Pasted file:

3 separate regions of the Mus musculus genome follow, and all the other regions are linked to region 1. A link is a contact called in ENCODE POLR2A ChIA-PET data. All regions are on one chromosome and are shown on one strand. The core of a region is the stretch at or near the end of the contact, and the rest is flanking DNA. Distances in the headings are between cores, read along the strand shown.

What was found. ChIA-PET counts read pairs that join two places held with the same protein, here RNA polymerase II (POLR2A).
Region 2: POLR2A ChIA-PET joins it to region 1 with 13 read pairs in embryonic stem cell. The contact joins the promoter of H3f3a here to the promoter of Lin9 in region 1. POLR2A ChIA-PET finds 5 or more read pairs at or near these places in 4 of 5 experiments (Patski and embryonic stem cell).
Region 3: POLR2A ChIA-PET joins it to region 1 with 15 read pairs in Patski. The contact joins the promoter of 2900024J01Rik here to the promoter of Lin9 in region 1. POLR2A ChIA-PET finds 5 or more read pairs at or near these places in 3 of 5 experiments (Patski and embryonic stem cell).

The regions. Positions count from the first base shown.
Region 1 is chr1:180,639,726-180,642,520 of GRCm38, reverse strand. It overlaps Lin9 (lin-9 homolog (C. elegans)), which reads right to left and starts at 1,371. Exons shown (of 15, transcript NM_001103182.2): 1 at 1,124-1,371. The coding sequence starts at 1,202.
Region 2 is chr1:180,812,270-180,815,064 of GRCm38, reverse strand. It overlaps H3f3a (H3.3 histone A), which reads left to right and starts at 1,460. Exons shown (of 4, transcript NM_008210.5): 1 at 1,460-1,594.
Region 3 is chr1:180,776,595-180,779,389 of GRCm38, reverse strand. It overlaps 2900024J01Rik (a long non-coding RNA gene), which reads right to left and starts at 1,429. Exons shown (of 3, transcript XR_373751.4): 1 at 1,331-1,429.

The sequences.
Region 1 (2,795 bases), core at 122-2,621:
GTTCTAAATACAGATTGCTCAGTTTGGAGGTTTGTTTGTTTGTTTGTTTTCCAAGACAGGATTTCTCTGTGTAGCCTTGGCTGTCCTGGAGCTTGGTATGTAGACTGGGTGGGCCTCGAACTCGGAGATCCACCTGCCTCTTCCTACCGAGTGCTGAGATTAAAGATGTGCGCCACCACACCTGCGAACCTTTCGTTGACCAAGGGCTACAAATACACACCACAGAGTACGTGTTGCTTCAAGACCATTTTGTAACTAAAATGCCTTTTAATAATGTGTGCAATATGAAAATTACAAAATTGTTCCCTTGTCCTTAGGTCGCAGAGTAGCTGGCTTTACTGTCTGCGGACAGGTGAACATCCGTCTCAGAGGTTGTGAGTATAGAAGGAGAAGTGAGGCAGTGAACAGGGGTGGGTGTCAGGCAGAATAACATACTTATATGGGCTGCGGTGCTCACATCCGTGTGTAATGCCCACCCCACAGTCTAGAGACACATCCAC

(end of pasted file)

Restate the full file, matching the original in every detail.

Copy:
3 separate regions of the Mus musculus genome follow, and all the other regions are linked to region 1. A link is a contact called in ENCODE POLR2A ChIA-PET data. All regions are on one chromosome and are shown on one strand. The core of a region is the stretch at or near the end of the contact, and the rest is flanking DNA. Distances in the headings are between cores, read along the strand shown.

What was found. ChIA-PET counts read pairs that join two places held with the same protein, here RNA polymerase II (POLR2A).
Region 2: POLR2A ChIA-PET joins it to region 1 with 13 read pairs in embryonic stem cell. The contact joins the promoter of H3f3a here to the promoter of Lin9 in region 1. POLR2A ChIA-PET finds 5 or more read pairs at or near these places in 4 of 5 experiments (Patski and embryonic stem cell).
Region 3: POLR2A ChIA-PET joins it to region 1 with 15 read pairs in Patski. The contact joins the promoter of 2900024J01Rik here to the promoter of Lin9 in region 1. POLR2A ChIA-PET finds 5 or more read pairs at or near these places in 3 of 5 experiments (Patski and embryonic stem cell).

The regions. Positions count from the first base shown.
Region 1 is chr1:180,639,726-180,642,520 of GRCm38, reverse strand. It overlaps Lin9 (lin-9 homolog (C. elegans)), which reads right to left and starts at 1,371. Exons shown (of 15, transcript NM_001103182.2): 1 at 1,124-1,371. The coding sequence starts at 1,202.
Region 2 is chr1:180,812,270-180,815,064 of GRCm38, reverse strand. It overlaps H3f3a (H3.3 histone A), which reads left to right and starts at 1,460. Exons shown (of 4, transcript NM_008210.5): 1 at 1,460-1,594.
Region 3 is chr1:180,776,595-180,779,389 of GRCm38, reverse strand. It overlaps 2900024J01Rik (a long non-coding RNA gene), which reads right to left and starts at 1,429. Exons shown (of 3, transcript XR_373751.4): 1 at 1,331-1,429.

The sequences.
Region 1 (2,795 bases), core at 122-2,621:
GTTCTAAATACAGATTGCTCAGTTTGGAGGTTTGTTTGTTTGTTTGTTTTCCAAGACAGGATTTCTCTGTGTAGCCTTGGCTGTCCTGGAGCTTGGTATGTAGACTGGGTGGGCCTCGAACTCGGAGATCCACCTGCCTCTTCCTACCGAGTGCTGAGATTAAAGATGTGCGCCACCACACCTGCGAACCTTTCGTTGACCAAGGGCTACAAATACACACCACAGAGTACGTGTTGCTTCAAGACCATTTTGTAACTAAAATGCCTTTTAATAATGTGTGCAATATGAAAATTACAAAATTGTTCCCTTGTCCTTAGGTCGCAGAGTAGCTGGCTTTACTGTCTGCGGACAGGTGAACATCCGTCTCAGAGGTTGTGAGTATAGAAGGAGAAGTGAGGCAGTGAACAGGGGTGGGTGTCAGGCAGAATAACATACTTATATGGGCTGCGGTGCTCACATCCGTGTGTAATGCCCACCCCACAGTCTAGAGACACATCCAC